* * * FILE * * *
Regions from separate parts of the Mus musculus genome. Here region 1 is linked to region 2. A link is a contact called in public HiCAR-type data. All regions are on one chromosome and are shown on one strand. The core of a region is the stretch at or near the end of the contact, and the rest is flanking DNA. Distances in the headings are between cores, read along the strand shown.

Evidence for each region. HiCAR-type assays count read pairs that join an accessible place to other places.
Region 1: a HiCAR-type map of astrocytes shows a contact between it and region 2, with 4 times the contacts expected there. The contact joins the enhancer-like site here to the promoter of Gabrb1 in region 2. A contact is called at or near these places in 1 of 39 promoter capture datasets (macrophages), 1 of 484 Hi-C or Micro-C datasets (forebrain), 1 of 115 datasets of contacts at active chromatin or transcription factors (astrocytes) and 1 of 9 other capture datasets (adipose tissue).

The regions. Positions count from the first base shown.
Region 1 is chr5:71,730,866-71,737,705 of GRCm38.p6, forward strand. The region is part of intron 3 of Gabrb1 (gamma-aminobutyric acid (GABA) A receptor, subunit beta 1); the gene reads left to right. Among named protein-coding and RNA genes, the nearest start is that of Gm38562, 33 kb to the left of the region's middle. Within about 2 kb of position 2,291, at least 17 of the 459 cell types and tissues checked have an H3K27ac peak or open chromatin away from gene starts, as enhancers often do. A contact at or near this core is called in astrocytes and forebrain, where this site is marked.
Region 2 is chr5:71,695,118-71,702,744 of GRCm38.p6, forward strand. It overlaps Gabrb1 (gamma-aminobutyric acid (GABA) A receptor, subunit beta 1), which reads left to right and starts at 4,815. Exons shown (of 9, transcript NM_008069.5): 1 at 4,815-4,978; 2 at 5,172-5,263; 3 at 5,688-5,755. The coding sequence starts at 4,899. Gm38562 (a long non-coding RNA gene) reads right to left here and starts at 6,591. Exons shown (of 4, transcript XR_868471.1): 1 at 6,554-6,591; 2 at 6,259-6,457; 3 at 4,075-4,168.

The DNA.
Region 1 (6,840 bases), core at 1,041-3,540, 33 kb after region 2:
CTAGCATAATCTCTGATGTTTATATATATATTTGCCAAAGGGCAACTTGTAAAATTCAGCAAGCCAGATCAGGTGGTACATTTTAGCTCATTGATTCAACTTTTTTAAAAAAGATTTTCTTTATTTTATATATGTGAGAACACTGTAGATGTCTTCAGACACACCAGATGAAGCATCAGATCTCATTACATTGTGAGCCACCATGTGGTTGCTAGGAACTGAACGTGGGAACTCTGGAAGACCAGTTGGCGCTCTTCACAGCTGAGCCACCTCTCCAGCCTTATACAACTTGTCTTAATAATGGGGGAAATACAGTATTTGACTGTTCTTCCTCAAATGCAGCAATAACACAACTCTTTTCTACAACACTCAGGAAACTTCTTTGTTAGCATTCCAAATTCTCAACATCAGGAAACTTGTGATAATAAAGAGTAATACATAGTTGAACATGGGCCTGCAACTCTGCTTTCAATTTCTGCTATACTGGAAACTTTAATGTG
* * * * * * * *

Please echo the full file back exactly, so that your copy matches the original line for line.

Regions from separate parts of the Mus musculus genome. Here region 1 is linked to region 2. A link is a contact called in public HiCAR-type data. All regions are on one chromosome and are shown on one strand. The core of a region is the stretch at or near the end of the contact, and the rest is flanking DNA. Distances in the headings are between cores, read along the strand shown.

Evidence for each region. HiCAR-type assays count read pairs that join an accessible place to other places.
Region 1: a HiCAR-type map of astrocytes shows a contact between it and region 2, with 4 times the contacts expected there. The contact joins the enhancer-like site here to the promoter of Gabrb1 in region 2. A contact is called at or near these places in 1 of 39 promoter capture datasets (macrophages), 1 of 484 Hi-C or Micro-C datasets (forebrain), 1 of 115 datasets of contacts at active chromatin or transcription factors (astrocytes) and 1 of 9 other capture datasets (adipose tissue).

The regions. Positions count from the first base shown.
Region 1 is chr5:71,730,866-71,737,705 of GRCm38.p6, forward strand. The region is part of intron 3 of Gabrb1 (gamma-aminobutyric acid (GABA) A receptor, subunit beta 1); the gene reads left to right. Among named protein-coding and RNA genes, the nearest start is that of Gm38562, 33 kb to the left of the region's middle. Within about 2 kb of position 2,291, at least 17 of the 459 cell types and tissues checked have an H3K27ac peak or open chromatin away from gene starts, as enhancers often do. A contact at or near this core is called in astrocytes and forebrain, where this site is marked.
Region 2 is chr5:71,695,118-71,702,744 of GRCm38.p6, forward strand. It overlaps Gabrb1 (gamma-aminobutyric acid (GABA) A receptor, subunit beta 1), which reads left to right and starts at 4,815. Exons shown (of 9, transcript NM_008069.5): 1 at 4,815-4,978; 2 at 5,172-5,263; 3 at 5,688-5,755. The coding sequence starts at 4,899. Gm38562 (a long non-coding RNA gene) reads right to left here and starts at 6,591. Exons shown (of 4, transcript XR_868471.1): 1 at 6,554-6,591; 2 at 6,259-6,457; 3 at 4,075-4,168.

The DNA.
Region 1 (6,840 bases), core at 1,041-3,540, 33 kb after region 2:
CTAGCATAATCTCTGATGTTTATATATATATTTGCCAAAGGGCAACTTGTAAAATTCAGCAAGCCAGATCAGGTGGTACATTTTAGCTCATTGATTCAACTTTTTTAAAAAAGATTTTCTTTATTTTATATATGTGAGAACACTGTAGATGTCTTCAGACACACCAGATGAAGCATCAGATCTCATTACATTGTGAGCCACCATGTGGTTGCTAGGAACTGAACGTGGGAACTCTGGAAGACCAGTTGGCGCTCTTCACAGCTGAGCCACCTCTCCAGCCTTATACAACTTGTCTTAATAATGGGGGAAATACAGTATTTGACTGTTCTTCCTCAAATGCAGCAATAACACAACTCTTTTCTACAACACTCAGGAAACTTCTTTGTTAGCATTCCAAATTCTCAACATCAGGAAACTTGTGATAATAAAGAGTAATACATAGTTGAACATGGGCCTGCAACTCTGCTTTCAATTTCTGCTATACTGGAAACTTTAATGTG